The activity of an insulin-degrading enzyme in soluble fractions of liver homogenate (“insulinase”) was compared with clearance of immunoreactive insulin (IRI) by cyclically perfused livers from normal, protein-depleted, and starved rats. Insulin disappearance from normal liver perfusates followed first-order kinetics, and clearances remained unchanged at levels between 1 and 5 nM insulin but fell at Insulin levels above 10 nM. At saturating concentrations (0.13 μM), the maximal rate of insulin removal was 12.5 pmol/mln./gm. wet liver, whereas the maximal degrading velocity of the “insulinase” fraction was 6.0 nmol/min./gm. wet liver. Furthermore, insulin clearance by the intact liver was not influenced by many substances affecting the “insulinase” system. Proinsulin (0.83 μM) acted as a competitive inhibitor, and glucagon, somatostatin, oxytocin, casein (all 1 to 6 μM), and Trasylol (2,000 K.I.U./ml.) inhibited “insulinase” noncompetitively. N-ethylmaleimide (1 mM) inhibited “insulinase” 100 per cent and partly delayed insulin removal from perfusates either because of concomitant reductions in oxygen consumption or because of incomplete titration of either accessible groups at active sites of insulin-degrading enzymes or cofactors.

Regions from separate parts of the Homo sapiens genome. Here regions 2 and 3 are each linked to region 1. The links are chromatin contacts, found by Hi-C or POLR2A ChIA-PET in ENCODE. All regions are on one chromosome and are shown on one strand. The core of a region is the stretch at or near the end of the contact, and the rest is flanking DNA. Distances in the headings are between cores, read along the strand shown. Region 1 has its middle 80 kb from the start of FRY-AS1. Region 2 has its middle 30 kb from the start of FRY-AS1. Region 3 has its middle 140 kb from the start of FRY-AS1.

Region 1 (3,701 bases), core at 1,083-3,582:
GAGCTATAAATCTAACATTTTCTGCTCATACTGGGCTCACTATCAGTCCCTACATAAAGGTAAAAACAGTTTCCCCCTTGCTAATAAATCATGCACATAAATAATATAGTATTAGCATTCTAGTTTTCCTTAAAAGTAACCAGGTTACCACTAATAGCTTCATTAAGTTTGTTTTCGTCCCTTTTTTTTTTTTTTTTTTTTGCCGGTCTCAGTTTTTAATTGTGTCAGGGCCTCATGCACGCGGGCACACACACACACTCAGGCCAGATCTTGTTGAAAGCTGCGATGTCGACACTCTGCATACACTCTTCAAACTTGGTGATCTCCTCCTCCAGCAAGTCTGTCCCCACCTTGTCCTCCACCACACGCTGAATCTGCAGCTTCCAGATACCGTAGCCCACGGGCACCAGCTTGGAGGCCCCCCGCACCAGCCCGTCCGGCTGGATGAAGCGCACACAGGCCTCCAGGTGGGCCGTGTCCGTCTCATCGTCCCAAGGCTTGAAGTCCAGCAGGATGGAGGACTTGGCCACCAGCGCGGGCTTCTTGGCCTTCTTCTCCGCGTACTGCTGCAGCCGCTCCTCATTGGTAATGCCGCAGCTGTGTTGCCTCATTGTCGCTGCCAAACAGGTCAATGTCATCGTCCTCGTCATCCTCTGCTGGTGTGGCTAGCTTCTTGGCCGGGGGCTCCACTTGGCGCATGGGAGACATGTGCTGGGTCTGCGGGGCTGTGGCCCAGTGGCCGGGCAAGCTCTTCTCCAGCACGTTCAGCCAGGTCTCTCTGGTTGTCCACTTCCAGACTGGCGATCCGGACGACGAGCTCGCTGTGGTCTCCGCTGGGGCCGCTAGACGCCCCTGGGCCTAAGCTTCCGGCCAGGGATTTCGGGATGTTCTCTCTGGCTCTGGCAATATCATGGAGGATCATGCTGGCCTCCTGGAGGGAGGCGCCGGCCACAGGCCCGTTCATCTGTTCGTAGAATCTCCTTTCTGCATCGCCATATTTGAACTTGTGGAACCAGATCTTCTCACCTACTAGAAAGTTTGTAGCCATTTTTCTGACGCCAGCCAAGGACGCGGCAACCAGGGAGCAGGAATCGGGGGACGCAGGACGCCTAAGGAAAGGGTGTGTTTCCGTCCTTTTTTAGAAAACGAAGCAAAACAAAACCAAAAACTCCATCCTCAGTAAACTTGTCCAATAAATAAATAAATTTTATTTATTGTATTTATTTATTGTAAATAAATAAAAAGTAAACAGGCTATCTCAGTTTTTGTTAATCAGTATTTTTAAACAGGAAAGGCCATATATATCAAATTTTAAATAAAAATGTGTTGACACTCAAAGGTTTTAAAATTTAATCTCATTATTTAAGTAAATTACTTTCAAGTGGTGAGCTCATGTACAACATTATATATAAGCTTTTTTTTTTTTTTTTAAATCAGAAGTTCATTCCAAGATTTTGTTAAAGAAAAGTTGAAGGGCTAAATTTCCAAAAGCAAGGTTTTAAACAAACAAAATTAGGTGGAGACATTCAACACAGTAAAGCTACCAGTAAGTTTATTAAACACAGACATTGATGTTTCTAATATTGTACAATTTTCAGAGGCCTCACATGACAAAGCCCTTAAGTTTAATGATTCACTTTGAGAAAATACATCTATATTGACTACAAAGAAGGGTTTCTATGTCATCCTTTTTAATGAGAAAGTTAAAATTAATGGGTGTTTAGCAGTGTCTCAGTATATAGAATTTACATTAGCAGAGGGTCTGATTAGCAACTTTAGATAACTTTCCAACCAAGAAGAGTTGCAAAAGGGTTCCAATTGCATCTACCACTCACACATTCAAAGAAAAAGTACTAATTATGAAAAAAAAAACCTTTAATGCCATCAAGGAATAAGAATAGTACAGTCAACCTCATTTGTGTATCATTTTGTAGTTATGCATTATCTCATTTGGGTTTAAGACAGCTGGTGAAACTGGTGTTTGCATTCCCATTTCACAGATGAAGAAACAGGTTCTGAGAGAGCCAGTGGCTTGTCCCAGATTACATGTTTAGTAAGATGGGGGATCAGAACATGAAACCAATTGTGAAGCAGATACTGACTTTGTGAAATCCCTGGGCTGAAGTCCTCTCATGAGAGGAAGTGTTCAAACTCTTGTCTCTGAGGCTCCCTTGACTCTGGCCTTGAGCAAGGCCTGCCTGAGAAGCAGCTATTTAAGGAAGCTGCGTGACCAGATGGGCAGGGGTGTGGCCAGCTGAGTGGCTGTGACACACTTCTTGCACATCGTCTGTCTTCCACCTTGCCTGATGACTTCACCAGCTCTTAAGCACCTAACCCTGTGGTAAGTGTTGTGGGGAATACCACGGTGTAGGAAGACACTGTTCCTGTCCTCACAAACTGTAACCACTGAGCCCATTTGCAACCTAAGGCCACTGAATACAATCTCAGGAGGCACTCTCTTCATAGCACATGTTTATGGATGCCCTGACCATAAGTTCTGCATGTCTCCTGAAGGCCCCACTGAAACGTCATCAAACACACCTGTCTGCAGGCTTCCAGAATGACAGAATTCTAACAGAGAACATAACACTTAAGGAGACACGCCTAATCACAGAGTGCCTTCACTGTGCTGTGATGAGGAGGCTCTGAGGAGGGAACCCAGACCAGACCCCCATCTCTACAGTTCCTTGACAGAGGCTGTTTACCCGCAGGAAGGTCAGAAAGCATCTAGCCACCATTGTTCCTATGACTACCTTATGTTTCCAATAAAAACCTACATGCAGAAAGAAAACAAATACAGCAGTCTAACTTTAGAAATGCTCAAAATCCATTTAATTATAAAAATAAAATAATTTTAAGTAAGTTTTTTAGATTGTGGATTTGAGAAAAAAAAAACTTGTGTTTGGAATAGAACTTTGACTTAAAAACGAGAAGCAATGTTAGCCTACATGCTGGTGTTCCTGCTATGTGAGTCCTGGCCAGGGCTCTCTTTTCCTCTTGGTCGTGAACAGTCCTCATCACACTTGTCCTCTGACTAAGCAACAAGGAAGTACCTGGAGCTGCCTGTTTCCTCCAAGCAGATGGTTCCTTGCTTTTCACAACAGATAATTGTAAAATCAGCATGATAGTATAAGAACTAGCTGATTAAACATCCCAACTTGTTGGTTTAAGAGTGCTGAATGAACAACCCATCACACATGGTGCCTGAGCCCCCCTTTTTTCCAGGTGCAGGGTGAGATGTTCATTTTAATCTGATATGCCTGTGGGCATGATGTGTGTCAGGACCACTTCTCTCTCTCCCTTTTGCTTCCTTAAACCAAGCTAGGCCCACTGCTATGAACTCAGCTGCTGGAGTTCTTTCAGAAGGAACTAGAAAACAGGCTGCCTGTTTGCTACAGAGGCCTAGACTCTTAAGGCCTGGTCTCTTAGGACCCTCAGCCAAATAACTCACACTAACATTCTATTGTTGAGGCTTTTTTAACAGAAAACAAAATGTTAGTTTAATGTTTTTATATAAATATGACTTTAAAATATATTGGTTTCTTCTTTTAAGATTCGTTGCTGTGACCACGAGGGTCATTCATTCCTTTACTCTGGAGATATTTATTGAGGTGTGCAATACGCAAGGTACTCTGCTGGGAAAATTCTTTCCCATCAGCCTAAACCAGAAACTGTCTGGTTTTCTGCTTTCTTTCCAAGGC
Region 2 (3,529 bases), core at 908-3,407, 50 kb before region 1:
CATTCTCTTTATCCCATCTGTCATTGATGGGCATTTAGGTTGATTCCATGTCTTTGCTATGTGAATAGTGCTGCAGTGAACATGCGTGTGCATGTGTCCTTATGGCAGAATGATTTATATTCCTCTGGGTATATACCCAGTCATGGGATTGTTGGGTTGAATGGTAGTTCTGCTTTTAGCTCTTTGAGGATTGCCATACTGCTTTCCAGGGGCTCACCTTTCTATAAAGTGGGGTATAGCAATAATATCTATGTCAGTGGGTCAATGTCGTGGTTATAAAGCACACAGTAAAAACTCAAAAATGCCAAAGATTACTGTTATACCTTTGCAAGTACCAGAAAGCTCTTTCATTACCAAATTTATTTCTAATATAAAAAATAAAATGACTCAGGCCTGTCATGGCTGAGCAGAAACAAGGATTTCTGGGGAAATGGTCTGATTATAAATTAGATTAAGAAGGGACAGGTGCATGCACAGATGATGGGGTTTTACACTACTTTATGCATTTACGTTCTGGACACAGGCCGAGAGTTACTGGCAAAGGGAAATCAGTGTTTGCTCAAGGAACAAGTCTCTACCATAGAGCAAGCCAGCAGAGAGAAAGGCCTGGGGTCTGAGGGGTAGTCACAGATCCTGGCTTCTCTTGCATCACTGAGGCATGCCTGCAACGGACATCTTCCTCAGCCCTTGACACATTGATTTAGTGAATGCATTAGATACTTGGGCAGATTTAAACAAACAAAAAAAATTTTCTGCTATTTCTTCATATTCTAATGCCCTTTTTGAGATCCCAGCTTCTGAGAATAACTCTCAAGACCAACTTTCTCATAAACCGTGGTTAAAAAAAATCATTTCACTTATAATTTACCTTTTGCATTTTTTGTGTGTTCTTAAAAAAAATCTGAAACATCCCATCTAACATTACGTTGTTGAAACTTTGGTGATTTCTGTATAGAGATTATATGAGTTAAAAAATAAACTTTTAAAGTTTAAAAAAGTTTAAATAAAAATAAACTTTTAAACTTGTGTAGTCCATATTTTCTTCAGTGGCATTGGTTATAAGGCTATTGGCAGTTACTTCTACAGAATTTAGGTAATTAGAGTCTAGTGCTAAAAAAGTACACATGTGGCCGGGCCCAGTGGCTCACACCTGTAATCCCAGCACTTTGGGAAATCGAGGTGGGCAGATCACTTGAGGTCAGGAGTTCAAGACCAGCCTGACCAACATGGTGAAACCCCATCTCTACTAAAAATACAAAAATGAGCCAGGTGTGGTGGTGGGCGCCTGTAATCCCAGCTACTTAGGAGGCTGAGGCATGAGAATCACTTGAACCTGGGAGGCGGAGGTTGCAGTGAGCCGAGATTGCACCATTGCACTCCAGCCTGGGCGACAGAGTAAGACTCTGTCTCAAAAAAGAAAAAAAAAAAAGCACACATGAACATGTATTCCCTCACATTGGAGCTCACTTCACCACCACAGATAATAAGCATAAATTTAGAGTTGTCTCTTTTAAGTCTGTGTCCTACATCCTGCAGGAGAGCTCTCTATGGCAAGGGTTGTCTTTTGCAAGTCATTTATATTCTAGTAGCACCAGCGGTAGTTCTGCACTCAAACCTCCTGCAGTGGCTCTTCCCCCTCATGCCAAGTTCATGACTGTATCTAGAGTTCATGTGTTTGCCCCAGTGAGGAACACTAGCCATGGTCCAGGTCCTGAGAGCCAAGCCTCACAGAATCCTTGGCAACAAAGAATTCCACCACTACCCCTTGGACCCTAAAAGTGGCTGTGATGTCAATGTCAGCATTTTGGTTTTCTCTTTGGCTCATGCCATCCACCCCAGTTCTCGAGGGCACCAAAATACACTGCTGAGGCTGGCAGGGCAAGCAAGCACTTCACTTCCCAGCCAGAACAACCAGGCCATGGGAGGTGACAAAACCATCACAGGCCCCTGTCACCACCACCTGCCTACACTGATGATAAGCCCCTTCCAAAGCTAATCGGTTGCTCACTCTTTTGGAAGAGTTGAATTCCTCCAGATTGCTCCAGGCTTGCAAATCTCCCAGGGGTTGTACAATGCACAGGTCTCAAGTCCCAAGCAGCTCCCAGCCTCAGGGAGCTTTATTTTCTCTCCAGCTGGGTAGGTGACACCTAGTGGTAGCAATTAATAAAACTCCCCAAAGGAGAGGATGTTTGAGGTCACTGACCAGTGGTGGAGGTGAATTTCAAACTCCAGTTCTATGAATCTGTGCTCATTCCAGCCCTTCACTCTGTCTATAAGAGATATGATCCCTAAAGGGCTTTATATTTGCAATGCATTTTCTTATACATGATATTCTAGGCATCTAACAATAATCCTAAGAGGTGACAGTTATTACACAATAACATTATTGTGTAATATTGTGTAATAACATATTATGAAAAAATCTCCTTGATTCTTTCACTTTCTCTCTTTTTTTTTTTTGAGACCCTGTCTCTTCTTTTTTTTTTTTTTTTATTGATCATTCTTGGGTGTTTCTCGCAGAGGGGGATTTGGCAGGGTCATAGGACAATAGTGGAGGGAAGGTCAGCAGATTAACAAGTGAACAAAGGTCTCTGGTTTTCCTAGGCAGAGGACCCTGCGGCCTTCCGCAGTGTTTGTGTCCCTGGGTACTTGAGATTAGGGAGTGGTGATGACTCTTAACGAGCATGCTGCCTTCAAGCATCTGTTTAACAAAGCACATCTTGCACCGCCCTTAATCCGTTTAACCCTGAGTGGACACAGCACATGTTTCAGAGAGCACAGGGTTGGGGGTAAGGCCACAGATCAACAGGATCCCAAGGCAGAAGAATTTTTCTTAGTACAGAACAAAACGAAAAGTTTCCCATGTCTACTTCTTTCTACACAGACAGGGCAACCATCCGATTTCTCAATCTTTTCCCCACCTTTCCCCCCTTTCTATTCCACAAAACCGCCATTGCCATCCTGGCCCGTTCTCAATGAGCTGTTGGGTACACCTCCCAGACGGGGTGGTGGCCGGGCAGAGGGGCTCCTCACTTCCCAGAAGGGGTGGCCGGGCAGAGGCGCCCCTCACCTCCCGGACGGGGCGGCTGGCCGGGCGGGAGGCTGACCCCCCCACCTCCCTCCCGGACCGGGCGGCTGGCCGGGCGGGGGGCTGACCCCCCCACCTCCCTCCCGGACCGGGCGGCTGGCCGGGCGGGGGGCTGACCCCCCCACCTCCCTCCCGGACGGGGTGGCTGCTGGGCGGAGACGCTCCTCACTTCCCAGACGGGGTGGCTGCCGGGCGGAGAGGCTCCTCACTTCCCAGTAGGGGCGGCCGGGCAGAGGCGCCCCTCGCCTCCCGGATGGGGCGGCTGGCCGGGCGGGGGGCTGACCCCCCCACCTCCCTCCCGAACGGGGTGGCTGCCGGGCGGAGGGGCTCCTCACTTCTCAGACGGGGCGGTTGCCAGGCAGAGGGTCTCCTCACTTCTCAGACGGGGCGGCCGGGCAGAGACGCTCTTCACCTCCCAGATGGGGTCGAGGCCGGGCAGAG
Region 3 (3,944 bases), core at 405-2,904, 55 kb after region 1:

When results were corrected for liver DNA, protein-depleted and starved rats, respectively, showed 80 per cent and 56 per cent of control “insulinase” activities (p < 0.005 and p < 0.005), but their intact livers cleared physiologic concentrations of insulin at similar.rates to those of controls. These differences, coupled with the lower saturability and probable higher affinity of the insulin removal process by the intact liver and the lack of inhibition of this process by “insulinase” inhibitors, suggest that the plasma membrane of the structurally preserved liver cell plays a physiologic role in the regulation of the rate of insulin catabolism either by degrading insulin itself or by limiting insulin delivery to degrading systems in the intracellular compartment.